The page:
Not on display
This colour photograph is one of a selection in Tate’s collection from British photographer Martin Parr’s series Luxury 2003–ongoing (see Tate P20867–P20916). As the title suggests, the series documents high-end social events and leisure activities, such as gallery openings, fashion shows, galas, ski resorts and horse racing festivals, and the individual images consist largely of candid shots of the attendees of these events. Parr has explained that his photographic approach is ‘to exaggerate reality’ (Parr, quoted in Stephen Bayley, ‘“I enjoy the banal”: Stephen Bayley meets Martin Parr’, Spectator, 27 February 2016, https://www.spectator.co.uk/2016/02/i-enjoy-the-banal-stephen-bayley-meets-martin-parr/, accessed 3 August 2018). He does so by shooting images at a close vantage point, with elements of the composition cropped out of the frame, and through his trademark lurid colour palette (see also Common Sense 1995–9, Tate P78371 for another example of this).
Parr began shooting the images which would become the ongoing series Luxury in 2003, in various locations across the world, including the United States, Russia, Germany and France as well as Britain. The curator and historian Val Williams has described the series as:
a stylistic tour de force for which Parr has marshalled his considerable photographic repertoire, his ability to hone in on the seemingly inconsequential – a bored woman next to a bucket of champagne, two stony-faced sales women on the stand of a private jet hire company, an unpleasant silver bag, a mouth stuffed full of rich food. And everywhere hats, gloves, bags, fur-coats that sweep to the floor and the beautiful pelts on the wild adorning the surgically enhanced bodies of the rich.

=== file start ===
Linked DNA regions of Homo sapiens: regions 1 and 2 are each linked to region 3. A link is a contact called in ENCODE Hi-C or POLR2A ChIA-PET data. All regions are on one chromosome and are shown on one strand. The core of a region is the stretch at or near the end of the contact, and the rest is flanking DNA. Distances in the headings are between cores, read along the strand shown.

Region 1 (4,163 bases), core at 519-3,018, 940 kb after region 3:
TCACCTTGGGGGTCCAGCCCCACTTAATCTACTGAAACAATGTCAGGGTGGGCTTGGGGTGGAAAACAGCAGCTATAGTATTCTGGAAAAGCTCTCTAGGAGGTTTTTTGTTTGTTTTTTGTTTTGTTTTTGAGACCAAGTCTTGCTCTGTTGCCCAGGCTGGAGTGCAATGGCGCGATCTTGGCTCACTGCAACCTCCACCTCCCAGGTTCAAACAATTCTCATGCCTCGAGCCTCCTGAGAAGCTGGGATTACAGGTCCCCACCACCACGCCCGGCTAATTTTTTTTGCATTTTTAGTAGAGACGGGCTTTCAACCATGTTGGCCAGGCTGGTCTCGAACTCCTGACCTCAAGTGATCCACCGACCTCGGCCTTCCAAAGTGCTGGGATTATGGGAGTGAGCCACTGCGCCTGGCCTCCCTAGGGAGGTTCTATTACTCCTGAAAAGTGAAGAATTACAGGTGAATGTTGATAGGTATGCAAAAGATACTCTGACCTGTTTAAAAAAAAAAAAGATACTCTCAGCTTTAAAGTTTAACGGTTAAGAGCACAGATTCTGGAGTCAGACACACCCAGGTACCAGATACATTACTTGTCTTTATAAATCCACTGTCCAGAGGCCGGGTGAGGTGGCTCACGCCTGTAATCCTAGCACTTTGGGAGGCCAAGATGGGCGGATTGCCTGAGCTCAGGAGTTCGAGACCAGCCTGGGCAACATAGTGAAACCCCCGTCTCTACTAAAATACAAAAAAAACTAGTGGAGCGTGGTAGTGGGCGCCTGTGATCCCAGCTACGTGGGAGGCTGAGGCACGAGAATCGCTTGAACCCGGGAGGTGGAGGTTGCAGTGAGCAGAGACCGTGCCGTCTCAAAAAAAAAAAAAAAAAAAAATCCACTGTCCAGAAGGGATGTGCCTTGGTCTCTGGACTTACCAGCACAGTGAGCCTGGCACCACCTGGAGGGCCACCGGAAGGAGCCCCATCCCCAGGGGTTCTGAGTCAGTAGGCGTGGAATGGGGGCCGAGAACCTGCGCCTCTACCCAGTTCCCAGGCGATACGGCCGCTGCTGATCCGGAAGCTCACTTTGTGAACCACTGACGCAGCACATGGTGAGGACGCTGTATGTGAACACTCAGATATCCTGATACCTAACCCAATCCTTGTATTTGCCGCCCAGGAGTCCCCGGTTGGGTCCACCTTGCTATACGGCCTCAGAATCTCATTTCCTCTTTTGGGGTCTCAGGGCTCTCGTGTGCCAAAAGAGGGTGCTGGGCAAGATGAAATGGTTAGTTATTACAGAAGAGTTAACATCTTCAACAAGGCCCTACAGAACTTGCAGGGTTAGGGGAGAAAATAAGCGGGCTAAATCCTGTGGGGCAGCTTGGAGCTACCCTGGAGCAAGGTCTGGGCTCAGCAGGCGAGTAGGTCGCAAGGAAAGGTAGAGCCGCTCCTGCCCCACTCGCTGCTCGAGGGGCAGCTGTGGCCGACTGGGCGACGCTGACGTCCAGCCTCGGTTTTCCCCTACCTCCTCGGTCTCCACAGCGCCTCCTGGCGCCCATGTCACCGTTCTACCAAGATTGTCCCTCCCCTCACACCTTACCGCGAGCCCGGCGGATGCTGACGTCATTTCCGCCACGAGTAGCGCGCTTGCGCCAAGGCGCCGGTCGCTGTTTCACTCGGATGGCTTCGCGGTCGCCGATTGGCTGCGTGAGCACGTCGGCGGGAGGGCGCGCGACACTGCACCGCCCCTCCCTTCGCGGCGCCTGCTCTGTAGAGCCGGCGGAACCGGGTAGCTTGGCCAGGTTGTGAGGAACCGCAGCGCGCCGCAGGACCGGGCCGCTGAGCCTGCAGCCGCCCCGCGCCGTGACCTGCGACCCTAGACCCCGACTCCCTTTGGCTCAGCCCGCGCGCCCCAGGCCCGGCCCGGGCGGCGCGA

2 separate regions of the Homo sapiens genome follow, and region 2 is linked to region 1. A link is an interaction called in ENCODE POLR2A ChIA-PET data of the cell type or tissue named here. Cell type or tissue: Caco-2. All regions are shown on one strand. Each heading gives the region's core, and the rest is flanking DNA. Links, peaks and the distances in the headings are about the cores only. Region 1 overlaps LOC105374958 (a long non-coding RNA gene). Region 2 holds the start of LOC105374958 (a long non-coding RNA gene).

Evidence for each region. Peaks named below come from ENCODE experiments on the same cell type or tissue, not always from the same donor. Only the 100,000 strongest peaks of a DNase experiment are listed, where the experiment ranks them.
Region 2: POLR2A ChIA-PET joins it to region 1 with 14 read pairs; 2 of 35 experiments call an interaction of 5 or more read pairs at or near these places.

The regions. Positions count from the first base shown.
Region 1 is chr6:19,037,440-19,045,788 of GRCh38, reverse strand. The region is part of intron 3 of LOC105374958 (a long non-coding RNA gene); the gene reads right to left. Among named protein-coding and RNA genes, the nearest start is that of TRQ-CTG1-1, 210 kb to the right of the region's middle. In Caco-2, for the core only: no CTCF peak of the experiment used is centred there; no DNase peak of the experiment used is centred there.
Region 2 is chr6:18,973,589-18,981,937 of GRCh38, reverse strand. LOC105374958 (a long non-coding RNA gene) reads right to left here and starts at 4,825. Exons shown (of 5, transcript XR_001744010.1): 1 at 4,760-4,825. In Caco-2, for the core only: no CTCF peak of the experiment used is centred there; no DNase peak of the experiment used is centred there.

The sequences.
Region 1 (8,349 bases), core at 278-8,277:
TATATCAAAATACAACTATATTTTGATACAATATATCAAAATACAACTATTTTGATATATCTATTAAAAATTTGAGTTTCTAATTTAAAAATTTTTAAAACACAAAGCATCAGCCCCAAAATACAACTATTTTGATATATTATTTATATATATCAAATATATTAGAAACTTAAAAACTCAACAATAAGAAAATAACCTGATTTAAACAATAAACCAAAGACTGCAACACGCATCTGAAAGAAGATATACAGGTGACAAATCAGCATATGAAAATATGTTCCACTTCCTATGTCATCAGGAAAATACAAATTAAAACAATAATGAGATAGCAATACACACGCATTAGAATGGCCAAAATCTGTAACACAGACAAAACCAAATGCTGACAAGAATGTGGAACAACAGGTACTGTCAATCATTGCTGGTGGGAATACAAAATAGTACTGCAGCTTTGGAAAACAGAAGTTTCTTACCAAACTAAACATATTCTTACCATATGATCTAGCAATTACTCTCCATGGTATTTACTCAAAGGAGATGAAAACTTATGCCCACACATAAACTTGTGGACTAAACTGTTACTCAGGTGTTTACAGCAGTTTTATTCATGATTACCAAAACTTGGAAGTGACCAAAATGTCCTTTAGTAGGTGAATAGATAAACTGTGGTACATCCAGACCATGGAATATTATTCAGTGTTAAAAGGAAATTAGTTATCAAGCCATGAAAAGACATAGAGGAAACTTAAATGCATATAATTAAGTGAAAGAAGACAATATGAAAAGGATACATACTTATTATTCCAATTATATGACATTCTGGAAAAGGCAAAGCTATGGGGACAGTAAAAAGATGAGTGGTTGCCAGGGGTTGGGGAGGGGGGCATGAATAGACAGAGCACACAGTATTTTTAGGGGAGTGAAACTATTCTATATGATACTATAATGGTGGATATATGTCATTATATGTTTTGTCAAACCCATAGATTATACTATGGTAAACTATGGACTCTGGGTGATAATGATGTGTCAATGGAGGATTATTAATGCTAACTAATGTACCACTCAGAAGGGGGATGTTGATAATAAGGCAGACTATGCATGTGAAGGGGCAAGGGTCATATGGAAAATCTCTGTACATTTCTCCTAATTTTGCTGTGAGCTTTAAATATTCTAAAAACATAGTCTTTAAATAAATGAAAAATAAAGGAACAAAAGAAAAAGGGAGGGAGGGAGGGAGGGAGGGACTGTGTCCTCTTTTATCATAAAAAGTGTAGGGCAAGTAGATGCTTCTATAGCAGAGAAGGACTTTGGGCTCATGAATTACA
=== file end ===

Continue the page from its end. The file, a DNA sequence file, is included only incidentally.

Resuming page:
(Williams 2005, p.351.)
Parr has spent much of his career documenting class and social ritual. His seminal early series The Last Resort 1983–6 focused on a working-class seaside town in New Brighton, England (see Tate P11922, P78702–P78703). His following series, The Cost of Living 1986–9, documented the consumption of the aspiring middle-classes in England, while in Luxury the events documented are associated with wealth and privilege. Williams has noted Parr’s incisive approach to his subjects: ‘When Parr comes across wealth he seeks to devalue it … and when he encounters high value people in environments across the globe his satire becomes extremely direct and uncompromising.’ (Williams 2005, p.348.)
The images in Luxury equally display Parr’s abiding curiosity about our cultural peculiarities and the choices we make: what we buy, wear and eat, and where we go on holiday. ‘I’m a nosy person,’ Parr has stated, ‘there’s no better way of finding out about something than going to photograph it.’ (Parr, quoted in Alastair Sooke, ‘Martin Parr: “If I knew how to take a great photo I’d stop”, Telegraph, 26 January 2016, https://www.telegraph.co.uk/photography/what-to-see/martin-parr-if-i-knew-how-to-take-a-great-photo-id-stop/, accessed 3 August 2018). In this series taste and self-presentation is explored through a forensic exploration of clothes and accessories. These choices are put under the microscope of Parr’s lens, often revealing what British fashion designer Paul Smith has described as ‘the gap between how we are and how we like to think we are … to me [the series] is about falseness – false money, false luxury, overconsumption, people trying to make money out of money, inappropriate behaviour.’ (Paul Smith, ‘Introduction’, in Parr 2009, unpaginated).
Parr initially published Luxury as a photobook in 2009, just following the global financial crash of 2008. The series is a testament to the times and captures a particular moment in history: the emergence of a new rich and a time of excess and unbridled spending that prefaced the worst global recession since the Great Depression of the 1930s.
Val Williams, Martin Parr, London 2005.
Sandra S. Phillips, Martin Parr, London 2007.
Martin Parr, Luxury, London 2009.
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